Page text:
Thursday, May 16, 2013

Project: Red Rocket - Discovery

Now that I've got a shiny new  slightly used  recognizable Eclipse in my driveway, its time to take a closer look around.  I need to know what I've got on my hands before I start ordering parts.  The car is a repo, so the original owner will not be any help here.

I know that there's a pile of spare parts in the trunk, maybe there will be some clues to the condition or history of the car...Click read more to find out!

Its like the worst Lego set ever.

 I open the hatch, and it promptly dumps water on all my spare parts.  1 problem identified.  The hatch weighs a ton and when I let go, it closes slams down with the force of a million bowling balls.  2nd problem identified.  I grab a 2X4 and prop it open while I empty out the contents of the car and array them on my workbench.

A quick summary:
  • Lots of car parts
  • Can opener
  • Fishing lure
  • My Little Pony sticker
What I learned from this:  This guy was drinking with his bronies down by the lake when his car was repo'd. Cool story, bro.  Not really useful information, though.

Timing just needs to be 'close enough,' right?

Maybe the timing system would have something to tell me.  You can see in the picture above that the marks are off by 1 tooth (marks are centered in the shot, on the gear teeth).  This confirms my suspicion that the compression numbers indicated a timing problem.  Since this is an interference engine, I'll need to remove the head to check for valve and piston face damage.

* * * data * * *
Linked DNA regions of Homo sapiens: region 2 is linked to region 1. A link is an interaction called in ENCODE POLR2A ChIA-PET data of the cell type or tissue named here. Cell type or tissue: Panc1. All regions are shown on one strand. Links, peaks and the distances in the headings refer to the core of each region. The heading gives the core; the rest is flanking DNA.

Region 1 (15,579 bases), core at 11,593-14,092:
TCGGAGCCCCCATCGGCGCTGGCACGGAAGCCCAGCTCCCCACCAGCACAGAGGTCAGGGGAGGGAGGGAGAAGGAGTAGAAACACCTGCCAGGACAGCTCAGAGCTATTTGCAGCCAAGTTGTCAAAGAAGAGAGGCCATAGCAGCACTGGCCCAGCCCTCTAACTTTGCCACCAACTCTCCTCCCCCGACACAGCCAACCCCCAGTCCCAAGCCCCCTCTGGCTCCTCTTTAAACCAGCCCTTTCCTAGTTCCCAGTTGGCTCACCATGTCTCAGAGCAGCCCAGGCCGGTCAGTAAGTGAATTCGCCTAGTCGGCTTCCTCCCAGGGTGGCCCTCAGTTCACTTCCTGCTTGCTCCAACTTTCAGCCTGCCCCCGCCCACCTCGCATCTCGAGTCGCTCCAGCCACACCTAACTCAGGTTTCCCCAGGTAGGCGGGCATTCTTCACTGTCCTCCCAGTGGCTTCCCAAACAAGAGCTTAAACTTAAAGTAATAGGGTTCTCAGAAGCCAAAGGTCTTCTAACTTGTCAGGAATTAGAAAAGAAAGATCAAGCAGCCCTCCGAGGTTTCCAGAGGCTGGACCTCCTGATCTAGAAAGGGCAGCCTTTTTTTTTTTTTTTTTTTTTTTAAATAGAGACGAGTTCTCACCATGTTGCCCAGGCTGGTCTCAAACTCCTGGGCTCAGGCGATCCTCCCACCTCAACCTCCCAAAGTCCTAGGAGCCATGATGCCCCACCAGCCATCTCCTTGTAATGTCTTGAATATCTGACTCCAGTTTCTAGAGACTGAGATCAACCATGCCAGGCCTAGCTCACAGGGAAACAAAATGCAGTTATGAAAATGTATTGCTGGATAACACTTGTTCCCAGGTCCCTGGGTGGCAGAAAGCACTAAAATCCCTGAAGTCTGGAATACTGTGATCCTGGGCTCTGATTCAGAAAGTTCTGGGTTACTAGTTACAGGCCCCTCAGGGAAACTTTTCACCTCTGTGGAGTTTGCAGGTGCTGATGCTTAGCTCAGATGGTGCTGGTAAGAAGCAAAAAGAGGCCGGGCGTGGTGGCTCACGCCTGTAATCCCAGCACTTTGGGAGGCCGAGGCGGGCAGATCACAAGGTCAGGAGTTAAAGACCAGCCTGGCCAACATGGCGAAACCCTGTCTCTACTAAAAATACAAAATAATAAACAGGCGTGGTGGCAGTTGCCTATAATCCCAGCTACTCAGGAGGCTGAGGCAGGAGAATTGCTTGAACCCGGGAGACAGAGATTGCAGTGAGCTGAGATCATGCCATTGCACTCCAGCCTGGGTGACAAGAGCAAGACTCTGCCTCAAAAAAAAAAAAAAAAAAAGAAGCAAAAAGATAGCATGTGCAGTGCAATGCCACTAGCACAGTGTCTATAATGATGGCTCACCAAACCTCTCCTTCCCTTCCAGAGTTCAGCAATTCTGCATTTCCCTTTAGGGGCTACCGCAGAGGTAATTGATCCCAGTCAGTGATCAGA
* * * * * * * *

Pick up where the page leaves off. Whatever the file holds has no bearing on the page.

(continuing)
This is a close up of the timing cover.  You can see damaged cause by pulleys while they were still spinning.  This suggests that the timing belt came off while the car was running, which means the valves are almost surely damaged.  There're enough clues here to put together a story, but I want to perform my own compression test to confirm the seller's numbers.

Seriously, who does this?!??!

This part of the post is a PSA.  Can you identify what is wrong in the picture above?  Other than the disassembled throttle, missing battery, and corrosion?  Take a minute and look...its a little tricky.

A previous owner swapped the battery terminal clamps, so that positive is now black and negative is red (the give-away is the red terminal clamp being grounded).  Not having noticed this, I used my truck to jump the Eclipse to crank the engine for the compression test.  I used the terminal colors to identify them, and promptly connected the batteries positive to negative, creating a short circuit and sending sparks everywhere.

ALWAYS wear safety glasses and take appropriate precautions for the components you are working around.

Luckily this battery was so dead and corroded that it did not have the juice left to melt my cables or explode either battery.  By all means, there should have been melting cables, smoke, possibly fire, and maybe even battery acid splashing around.  I had my safety glasses on, but long sleeves and a face splash shield would have been appropriate given the terrible condition of the battery.  Never assume anything is done to code or by standards, especially when you know the car had a sketchy owner at some point.  [/PSA]

The compression test yielded numbers different from the seller.  Cylinders 1-3 were very low, but cylinder 4 read 125psi, which is within the recommended range.  Maybe I'll get lucky and only need to replace valves on 3 cylinders.

Next up:  head removal and inspection

The Red Rocket Chronicles:
First Post: Prologue
Next Post: It Hits the Fan


  1. So if at this point you can only count on having the body and the engine block, I would not hold out for much of anything else.

  2. I've had a few small successes in between the discoveries of horrible misuse. I'll include them in the next post along with examining the head.